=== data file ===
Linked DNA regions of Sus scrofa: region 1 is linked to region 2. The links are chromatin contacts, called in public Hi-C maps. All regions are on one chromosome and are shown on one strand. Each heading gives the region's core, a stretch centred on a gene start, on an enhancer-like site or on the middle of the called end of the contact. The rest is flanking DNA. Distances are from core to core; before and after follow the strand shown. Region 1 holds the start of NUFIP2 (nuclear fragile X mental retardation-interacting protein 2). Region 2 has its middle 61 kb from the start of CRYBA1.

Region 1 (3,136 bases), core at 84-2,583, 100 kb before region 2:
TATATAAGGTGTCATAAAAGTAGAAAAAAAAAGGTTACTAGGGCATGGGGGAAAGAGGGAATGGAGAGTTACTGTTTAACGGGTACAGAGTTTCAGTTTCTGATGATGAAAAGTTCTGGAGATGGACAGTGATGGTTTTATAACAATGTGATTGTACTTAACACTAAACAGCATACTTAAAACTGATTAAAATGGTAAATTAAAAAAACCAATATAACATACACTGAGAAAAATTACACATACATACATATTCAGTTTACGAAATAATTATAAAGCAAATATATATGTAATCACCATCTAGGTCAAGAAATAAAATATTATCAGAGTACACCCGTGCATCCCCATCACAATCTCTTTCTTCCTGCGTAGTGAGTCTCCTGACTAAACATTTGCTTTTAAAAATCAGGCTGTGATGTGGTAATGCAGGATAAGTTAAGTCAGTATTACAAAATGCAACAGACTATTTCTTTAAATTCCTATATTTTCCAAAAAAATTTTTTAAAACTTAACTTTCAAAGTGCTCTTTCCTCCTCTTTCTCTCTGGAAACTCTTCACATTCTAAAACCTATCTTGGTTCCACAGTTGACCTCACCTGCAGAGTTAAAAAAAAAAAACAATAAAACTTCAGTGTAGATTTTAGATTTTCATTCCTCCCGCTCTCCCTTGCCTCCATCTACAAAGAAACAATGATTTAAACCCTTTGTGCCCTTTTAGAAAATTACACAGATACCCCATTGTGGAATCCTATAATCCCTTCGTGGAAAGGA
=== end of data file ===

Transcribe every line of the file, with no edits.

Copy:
Linked DNA regions of Sus scrofa: region 1 is linked to region 2. The links are chromatin contacts, called in public Hi-C maps. All regions are on one chromosome and are shown on one strand. Each heading gives the region's core, a stretch centred on a gene start, on an enhancer-like site or on the middle of the called end of the contact. The rest is flanking DNA. Distances are from core to core; before and after follow the strand shown. Region 1 holds the start of NUFIP2 (nuclear fragile X mental retardation-interacting protein 2). Region 2 has its middle 61 kb from the start of CRYBA1.

Region 1 (3,136 bases), core at 84-2,583, 100 kb before region 2:
TATATAAGGTGTCATAAAAGTAGAAAAAAAAAGGTTACTAGGGCATGGGGGAAAGAGGGAATGGAGAGTTACTGTTTAACGGGTACAGAGTTTCAGTTTCTGATGATGAAAAGTTCTGGAGATGGACAGTGATGGTTTTATAACAATGTGATTGTACTTAACACTAAACAGCATACTTAAAACTGATTAAAATGGTAAATTAAAAAAACCAATATAACATACACTGAGAAAAATTACACATACATACATATTCAGTTTACGAAATAATTATAAAGCAAATATATATGTAATCACCATCTAGGTCAAGAAATAAAATATTATCAGAGTACACCCGTGCATCCCCATCACAATCTCTTTCTTCCTGCGTAGTGAGTCTCCTGACTAAACATTTGCTTTTAAAAATCAGGCTGTGATGTGGTAATGCAGGATAAGTTAAGTCAGTATTACAAAATGCAACAGACTATTTCTTTAAATTCCTATATTTTCCAAAAAAATTTTTTAAAACTTAACTTTCAAAGTGCTCTTTCCTCCTCTTTCTCTCTGGAAACTCTTCACATTCTAAAACCTATCTTGGTTCCACAGTTGACCTCACCTGCAGAGTTAAAAAAAAAAAACAATAAAACTTCAGTGTAGATTTTAGATTTTCATTCCTCCCGCTCTCCCTTGCCTCCATCTACAAAGAAACAATGATTTAAACCCTTTGTGCCCTTTTAGAAAATTACACAGATACCCCATTGTGGAATCCTATAATCCCTTCGTGGAAAGGA